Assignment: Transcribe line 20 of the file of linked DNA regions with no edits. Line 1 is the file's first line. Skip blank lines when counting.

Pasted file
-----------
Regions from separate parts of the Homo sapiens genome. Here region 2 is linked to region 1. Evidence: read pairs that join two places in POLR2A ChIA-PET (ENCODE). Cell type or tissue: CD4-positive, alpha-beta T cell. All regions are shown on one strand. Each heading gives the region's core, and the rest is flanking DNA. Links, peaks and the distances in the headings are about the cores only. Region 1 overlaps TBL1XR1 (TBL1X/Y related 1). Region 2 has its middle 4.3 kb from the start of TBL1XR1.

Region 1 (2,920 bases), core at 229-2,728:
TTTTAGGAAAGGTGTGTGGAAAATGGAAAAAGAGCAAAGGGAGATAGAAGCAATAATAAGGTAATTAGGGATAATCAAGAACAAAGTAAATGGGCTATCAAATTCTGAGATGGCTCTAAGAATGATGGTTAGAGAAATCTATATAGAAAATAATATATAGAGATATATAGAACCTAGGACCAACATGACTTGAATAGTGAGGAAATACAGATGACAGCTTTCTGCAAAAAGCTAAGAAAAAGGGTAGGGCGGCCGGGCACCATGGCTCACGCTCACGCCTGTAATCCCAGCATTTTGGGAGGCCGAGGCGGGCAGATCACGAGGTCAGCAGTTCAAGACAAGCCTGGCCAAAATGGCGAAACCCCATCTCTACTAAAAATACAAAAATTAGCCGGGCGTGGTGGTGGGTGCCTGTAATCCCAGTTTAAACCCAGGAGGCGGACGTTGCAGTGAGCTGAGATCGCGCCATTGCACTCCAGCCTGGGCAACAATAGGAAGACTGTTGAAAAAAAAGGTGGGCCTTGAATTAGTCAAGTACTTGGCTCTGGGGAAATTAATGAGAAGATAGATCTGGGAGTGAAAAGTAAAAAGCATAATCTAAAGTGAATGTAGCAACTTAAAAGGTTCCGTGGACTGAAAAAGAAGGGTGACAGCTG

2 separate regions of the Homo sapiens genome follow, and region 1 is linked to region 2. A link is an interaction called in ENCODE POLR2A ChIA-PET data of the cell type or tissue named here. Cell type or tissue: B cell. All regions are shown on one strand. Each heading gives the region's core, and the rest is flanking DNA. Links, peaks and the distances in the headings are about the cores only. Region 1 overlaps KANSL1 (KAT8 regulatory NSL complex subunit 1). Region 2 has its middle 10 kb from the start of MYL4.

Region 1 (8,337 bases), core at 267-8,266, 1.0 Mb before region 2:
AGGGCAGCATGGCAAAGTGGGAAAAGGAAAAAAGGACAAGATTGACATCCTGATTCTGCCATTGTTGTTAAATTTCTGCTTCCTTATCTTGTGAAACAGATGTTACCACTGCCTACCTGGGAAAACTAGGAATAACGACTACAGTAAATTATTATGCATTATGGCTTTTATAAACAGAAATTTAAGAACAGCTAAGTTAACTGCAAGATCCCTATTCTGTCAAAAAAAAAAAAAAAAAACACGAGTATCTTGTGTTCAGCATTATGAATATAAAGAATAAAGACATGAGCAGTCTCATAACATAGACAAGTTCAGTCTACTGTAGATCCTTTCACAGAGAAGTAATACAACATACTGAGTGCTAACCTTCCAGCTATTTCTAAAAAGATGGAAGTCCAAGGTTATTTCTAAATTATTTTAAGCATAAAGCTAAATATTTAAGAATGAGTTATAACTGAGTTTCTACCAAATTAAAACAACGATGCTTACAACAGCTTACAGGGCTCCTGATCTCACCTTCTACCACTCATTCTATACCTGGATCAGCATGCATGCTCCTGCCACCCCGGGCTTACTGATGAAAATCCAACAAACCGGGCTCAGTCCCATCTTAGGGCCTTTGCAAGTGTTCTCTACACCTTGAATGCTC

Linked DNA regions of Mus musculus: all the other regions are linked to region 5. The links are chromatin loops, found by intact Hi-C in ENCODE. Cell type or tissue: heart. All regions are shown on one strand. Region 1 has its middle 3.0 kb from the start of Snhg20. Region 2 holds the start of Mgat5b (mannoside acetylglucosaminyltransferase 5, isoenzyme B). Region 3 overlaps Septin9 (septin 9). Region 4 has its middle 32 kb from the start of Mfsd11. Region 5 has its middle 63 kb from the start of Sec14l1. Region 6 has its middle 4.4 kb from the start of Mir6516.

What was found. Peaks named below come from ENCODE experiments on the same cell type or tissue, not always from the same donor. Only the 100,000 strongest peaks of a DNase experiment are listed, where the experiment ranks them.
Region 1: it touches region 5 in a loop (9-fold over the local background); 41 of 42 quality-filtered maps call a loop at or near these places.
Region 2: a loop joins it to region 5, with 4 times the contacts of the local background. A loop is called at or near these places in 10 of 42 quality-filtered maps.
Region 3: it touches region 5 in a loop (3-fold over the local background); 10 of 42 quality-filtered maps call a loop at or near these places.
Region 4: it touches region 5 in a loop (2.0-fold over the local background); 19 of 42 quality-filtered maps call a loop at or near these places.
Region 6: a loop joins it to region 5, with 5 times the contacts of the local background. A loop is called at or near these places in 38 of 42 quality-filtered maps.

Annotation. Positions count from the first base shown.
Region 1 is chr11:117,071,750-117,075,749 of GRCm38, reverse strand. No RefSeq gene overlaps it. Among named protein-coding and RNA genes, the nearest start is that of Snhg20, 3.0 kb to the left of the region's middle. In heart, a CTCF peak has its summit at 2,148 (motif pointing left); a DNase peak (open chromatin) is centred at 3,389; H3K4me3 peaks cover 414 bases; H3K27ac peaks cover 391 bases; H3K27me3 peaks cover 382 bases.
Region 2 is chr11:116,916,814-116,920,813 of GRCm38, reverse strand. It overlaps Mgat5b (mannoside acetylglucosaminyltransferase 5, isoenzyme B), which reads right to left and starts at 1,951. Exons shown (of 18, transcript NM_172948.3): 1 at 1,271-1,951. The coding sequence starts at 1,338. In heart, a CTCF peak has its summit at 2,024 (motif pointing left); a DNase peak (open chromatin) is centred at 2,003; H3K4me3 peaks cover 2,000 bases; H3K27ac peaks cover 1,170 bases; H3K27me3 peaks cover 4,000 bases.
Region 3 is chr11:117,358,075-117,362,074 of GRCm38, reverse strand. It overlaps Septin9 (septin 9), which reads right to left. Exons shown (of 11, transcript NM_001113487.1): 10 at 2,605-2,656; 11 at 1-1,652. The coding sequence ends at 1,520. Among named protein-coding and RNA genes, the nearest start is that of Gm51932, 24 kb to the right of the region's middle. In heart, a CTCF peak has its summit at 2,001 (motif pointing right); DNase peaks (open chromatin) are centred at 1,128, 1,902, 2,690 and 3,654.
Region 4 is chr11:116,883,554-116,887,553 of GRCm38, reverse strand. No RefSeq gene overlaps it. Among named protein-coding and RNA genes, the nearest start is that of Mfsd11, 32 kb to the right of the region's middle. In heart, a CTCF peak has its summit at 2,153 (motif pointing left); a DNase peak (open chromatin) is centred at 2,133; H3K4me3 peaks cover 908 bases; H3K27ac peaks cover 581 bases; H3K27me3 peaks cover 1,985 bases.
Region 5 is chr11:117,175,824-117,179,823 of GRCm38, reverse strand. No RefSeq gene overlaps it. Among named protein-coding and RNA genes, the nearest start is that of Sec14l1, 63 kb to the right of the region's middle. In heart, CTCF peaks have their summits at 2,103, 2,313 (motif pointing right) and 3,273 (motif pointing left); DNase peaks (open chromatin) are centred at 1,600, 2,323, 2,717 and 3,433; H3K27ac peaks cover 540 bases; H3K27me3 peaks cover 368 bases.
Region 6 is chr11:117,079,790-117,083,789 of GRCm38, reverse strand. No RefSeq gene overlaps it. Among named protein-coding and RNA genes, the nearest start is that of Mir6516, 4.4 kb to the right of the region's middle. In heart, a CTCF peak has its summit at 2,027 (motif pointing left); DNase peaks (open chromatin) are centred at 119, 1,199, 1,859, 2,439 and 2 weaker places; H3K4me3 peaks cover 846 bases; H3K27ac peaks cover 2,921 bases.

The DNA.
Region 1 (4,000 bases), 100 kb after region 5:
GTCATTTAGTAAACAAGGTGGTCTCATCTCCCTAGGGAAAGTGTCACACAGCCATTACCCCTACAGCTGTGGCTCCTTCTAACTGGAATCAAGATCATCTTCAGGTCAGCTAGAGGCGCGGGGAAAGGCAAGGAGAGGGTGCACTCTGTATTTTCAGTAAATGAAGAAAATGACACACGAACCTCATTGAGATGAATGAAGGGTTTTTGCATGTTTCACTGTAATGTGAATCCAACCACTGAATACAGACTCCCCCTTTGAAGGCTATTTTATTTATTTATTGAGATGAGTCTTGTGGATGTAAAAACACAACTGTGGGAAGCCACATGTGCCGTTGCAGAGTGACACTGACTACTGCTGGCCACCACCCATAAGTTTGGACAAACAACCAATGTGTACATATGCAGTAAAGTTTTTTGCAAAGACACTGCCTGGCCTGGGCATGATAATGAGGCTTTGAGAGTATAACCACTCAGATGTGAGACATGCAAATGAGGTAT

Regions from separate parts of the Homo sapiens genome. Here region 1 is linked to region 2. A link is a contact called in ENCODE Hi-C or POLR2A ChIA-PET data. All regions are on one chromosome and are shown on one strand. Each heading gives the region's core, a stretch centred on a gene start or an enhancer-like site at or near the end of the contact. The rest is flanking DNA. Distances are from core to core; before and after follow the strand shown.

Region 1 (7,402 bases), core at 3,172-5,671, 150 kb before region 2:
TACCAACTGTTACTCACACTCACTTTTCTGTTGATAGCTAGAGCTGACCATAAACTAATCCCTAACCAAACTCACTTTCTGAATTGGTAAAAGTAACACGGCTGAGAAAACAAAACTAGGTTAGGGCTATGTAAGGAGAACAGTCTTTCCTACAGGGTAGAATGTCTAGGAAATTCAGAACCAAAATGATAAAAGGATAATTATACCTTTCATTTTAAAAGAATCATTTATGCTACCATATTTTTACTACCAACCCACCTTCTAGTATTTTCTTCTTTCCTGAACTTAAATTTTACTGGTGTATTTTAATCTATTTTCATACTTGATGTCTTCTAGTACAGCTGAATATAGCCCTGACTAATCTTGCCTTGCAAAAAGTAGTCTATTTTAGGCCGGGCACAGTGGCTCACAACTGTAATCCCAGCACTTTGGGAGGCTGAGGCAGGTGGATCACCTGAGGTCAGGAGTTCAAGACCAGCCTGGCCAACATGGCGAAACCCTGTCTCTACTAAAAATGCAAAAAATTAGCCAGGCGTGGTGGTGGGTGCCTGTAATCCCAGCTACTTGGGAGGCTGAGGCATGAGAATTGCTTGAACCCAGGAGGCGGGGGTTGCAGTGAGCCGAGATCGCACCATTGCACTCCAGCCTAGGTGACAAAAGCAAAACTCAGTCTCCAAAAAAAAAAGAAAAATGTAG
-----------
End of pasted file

Region 6 is chr11:117,079,790-117,083,789 of GRCm38, reverse strand. No RefSeq gene overlaps it. Among named protein-coding and RNA genes, the nearest start is that of Mir6516, 4.4 kb to the right of the region's middle. In heart, a CTCF peak has its summit at 2,027 (motif pointing left); DNase peaks (open chromatin) are centred at 119, 1,199, 1,859, 2,439 and 2 weaker places; H3K4me3 peaks cover 846 bases; H3K27ac peaks cover 2,921 bases.